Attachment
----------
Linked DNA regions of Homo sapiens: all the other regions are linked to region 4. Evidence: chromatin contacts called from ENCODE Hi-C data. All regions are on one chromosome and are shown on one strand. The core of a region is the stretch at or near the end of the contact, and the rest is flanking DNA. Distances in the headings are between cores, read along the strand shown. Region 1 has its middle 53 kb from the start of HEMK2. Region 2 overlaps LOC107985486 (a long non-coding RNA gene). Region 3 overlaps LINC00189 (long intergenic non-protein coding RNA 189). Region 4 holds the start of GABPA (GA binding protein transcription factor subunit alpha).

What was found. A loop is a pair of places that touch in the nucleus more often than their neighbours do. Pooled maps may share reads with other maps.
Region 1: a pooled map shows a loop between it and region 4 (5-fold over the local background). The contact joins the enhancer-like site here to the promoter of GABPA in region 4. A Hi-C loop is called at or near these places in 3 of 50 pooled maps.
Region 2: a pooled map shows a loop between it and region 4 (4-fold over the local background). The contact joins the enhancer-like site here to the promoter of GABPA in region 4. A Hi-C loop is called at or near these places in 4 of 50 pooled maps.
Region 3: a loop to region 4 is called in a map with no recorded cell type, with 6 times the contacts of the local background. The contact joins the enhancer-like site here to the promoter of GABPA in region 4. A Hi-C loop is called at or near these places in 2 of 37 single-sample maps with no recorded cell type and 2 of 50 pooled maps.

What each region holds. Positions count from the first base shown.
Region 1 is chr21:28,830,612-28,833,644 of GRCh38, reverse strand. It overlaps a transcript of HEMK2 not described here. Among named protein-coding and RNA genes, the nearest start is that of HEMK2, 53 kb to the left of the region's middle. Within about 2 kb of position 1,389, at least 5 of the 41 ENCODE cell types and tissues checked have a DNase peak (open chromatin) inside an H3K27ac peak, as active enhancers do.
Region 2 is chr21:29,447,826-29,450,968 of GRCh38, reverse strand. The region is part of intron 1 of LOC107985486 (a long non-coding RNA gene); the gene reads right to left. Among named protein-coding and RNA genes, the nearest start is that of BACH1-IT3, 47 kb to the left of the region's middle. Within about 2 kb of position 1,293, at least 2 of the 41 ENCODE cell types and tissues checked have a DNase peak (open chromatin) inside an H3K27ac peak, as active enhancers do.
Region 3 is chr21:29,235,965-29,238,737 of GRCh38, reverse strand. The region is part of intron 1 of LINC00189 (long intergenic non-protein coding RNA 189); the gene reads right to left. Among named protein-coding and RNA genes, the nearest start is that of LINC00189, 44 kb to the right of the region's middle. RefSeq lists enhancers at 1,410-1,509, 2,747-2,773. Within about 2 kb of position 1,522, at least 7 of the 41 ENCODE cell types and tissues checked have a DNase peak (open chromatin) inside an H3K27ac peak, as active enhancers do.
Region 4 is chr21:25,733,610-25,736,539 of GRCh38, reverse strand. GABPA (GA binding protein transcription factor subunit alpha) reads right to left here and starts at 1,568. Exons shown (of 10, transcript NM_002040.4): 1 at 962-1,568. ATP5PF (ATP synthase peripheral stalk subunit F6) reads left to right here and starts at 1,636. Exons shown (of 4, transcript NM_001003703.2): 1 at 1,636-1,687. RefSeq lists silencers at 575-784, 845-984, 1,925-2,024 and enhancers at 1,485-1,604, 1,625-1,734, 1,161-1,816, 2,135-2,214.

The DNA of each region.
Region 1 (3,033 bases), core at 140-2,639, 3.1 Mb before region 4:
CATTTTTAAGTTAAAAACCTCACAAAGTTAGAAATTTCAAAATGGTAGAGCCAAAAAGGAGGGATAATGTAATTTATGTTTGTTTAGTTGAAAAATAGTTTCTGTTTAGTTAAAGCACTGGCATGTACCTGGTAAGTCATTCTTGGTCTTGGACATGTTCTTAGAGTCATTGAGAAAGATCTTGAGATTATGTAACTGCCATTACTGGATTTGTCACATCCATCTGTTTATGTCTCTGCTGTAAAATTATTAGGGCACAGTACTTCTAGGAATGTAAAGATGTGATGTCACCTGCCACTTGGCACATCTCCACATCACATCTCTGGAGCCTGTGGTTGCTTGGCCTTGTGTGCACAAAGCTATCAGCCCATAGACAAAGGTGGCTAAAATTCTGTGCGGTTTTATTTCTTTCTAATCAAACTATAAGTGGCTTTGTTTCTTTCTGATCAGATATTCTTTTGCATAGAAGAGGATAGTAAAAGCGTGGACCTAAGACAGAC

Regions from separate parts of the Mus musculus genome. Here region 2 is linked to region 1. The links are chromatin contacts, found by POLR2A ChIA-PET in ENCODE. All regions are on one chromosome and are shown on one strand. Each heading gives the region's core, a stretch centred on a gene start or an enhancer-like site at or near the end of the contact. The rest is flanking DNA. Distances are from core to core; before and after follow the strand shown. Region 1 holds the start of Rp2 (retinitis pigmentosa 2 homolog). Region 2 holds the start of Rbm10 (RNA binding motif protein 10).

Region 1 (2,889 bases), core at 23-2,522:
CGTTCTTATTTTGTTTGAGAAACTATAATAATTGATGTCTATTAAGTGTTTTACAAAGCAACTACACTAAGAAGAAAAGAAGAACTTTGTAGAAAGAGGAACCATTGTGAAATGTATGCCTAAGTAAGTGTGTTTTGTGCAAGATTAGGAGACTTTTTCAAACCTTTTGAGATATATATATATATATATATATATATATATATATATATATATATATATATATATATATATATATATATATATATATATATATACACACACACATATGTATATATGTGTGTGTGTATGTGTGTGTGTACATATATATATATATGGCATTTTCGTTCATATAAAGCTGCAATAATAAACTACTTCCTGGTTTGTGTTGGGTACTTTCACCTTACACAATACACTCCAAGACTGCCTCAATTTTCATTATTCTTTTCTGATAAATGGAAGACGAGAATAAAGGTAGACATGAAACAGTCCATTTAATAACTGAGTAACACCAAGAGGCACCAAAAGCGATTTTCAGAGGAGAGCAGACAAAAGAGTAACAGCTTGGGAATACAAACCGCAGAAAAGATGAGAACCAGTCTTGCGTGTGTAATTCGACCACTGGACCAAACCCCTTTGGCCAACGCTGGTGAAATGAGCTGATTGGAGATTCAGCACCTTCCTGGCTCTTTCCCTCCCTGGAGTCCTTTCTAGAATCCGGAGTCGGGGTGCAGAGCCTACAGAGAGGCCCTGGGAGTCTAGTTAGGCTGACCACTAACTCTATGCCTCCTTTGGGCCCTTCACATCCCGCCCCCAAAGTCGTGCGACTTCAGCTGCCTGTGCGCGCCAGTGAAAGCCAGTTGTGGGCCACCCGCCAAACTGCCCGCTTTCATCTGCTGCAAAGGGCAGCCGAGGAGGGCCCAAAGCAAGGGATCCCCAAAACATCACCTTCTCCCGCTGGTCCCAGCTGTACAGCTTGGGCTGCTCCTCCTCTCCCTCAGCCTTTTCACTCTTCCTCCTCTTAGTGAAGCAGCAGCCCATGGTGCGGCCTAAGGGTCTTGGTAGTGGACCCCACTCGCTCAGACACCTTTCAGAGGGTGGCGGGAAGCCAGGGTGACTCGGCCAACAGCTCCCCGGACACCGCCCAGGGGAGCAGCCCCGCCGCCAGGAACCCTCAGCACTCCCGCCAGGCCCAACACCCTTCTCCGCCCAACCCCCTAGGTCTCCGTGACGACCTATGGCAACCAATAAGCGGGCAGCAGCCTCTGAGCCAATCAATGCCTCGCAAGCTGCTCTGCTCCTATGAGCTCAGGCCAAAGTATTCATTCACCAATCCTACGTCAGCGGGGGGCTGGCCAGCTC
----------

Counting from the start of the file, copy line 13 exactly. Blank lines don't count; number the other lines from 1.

CATTTTTAAGTTAAAAACCTCACAAAGTTAGAAATTTCAAAATGGTAGAGCCAAAAAGGAGGGATAATGTAATTTATGTTTGTTTAGTTGAAAAATAGTTTCTGTTTAGTTAAAGCACTGGCATGTACCTGGTAAGTCATTCTTGGTCTTGGACATGTTCTTAGAGTCATTGAGAAAGATCTTGAGATTATGTAACTGCCATTACTGGATTTGTCACATCCATCTGTTTATGTCTCTGCTGTAAAATTATTAGGGCACAGTACTTCTAGGAATGTAAAGATGTGATGTCACCTGCCACTTGGCACATCTCCACATCACATCTCTGGAGCCTGTGGTTGCTTGGCCTTGTGTGCACAAAGCTATCAGCCCATAGACAAAGGTGGCTAAAATTCTGTGCGGTTTTATTTCTTTCTAATCAAACTATAAGTGGCTTTGTTTCTTTCTGATCAGATATTCTTTTGCATAGAAGAGGATAGTAAAAGCGTGGACCTAAGACAGAC